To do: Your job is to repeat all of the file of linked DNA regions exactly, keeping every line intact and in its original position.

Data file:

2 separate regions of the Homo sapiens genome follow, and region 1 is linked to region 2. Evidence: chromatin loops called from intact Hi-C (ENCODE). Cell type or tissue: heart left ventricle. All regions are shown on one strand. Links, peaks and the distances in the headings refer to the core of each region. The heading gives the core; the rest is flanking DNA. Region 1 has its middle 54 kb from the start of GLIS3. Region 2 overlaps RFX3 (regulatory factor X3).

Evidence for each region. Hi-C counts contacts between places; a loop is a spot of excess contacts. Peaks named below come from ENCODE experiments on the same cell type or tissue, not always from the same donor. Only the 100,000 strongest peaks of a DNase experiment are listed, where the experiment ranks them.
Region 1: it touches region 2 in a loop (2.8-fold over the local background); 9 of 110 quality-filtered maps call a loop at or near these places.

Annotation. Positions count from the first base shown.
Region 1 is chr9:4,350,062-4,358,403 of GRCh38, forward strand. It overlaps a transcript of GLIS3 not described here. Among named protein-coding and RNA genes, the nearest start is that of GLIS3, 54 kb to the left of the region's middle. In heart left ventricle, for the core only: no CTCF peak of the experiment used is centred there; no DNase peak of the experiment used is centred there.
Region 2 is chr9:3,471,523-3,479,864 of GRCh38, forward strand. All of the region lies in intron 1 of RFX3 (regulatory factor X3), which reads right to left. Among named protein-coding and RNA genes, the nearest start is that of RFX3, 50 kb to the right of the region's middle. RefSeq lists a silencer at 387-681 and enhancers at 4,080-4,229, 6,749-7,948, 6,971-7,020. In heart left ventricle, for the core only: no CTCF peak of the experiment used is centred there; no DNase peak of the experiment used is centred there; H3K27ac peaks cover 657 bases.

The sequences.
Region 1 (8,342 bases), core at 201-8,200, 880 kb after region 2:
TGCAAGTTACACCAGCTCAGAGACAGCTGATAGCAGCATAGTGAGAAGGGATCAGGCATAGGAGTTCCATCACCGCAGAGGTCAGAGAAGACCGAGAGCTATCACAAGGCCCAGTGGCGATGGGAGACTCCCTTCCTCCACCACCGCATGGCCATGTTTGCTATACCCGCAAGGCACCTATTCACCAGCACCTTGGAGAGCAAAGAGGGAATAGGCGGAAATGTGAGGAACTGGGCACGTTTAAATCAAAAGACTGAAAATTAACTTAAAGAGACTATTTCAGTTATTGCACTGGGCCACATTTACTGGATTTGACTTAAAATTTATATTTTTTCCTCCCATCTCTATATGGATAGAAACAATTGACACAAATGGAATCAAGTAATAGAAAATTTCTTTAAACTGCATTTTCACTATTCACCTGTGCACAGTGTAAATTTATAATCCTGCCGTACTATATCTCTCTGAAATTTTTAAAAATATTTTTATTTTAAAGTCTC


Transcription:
2 separate regions of the Homo sapiens genome follow, and region 1 is linked to region 2. Evidence: chromatin loops called from intact Hi-C (ENCODE). Cell type or tissue: heart left ventricle. All regions are shown on one strand. Links, peaks and the distances in the headings refer to the core of each region. The heading gives the core; the rest is flanking DNA. Region 1 has its middle 54 kb from the start of GLIS3. Region 2 overlaps RFX3 (regulatory factor X3).

Evidence for each region. Hi-C counts contacts between places; a loop is a spot of excess contacts. Peaks named below come from ENCODE experiments on the same cell type or tissue, not always from the same donor. Only the 100,000 strongest peaks of a DNase experiment are listed, where the experiment ranks them.
Region 1: it touches region 2 in a loop (2.8-fold over the local background); 9 of 110 quality-filtered maps call a loop at or near these places.

Annotation. Positions count from the first base shown.
Region 1 is chr9:4,350,062-4,358,403 of GRCh38, forward strand. It overlaps a transcript of GLIS3 not described here. Among named protein-coding and RNA genes, the nearest start is that of GLIS3, 54 kb to the left of the region's middle. In heart left ventricle, for the core only: no CTCF peak of the experiment used is centred there; no DNase peak of the experiment used is centred there.
Region 2 is chr9:3,471,523-3,479,864 of GRCh38, forward strand. All of the region lies in intron 1 of RFX3 (regulatory factor X3), which reads right to left. Among named protein-coding and RNA genes, the nearest start is that of RFX3, 50 kb to the right of the region's middle. RefSeq lists a silencer at 387-681 and enhancers at 4,080-4,229, 6,749-7,948, 6,971-7,020. In heart left ventricle, for the core only: no CTCF peak of the experiment used is centred there; no DNase peak of the experiment used is centred there; H3K27ac peaks cover 657 bases.

The sequences.
Region 1 (8,342 bases), core at 201-8,200, 880 kb after region 2:
TGCAAGTTACACCAGCTCAGAGACAGCTGATAGCAGCATAGTGAGAAGGGATCAGGCATAGGAGTTCCATCACCGCAGAGGTCAGAGAAGACCGAGAGCTATCACAAGGCCCAGTGGCGATGGGAGACTCCCTTCCTCCACCACCGCATGGCCATGTTTGCTATACCCGCAAGGCACCTATTCACCAGCACCTTGGAGAGCAAAGAGGGAATAGGCGGAAATGTGAGGAACTGGGCACGTTTAAATCAAAAGACTGAAAATTAACTTAAAGAGACTATTTCAGTTATTGCACTGGGCCACATTTACTGGATTTGACTTAAAATTTATATTTTTTCCTCCCATCTCTATATGGATAGAAACAATTGACACAAATGGAATCAAGTAATAGAAAATTTCTTTAAACTGCATTTTCACTATTCACCTGTGCACAGTGTAAATTTATAATCCTGCCGTACTATATCTCTCTGAAATTTTTAAAAATATTTTTATTTTAAAGTCTC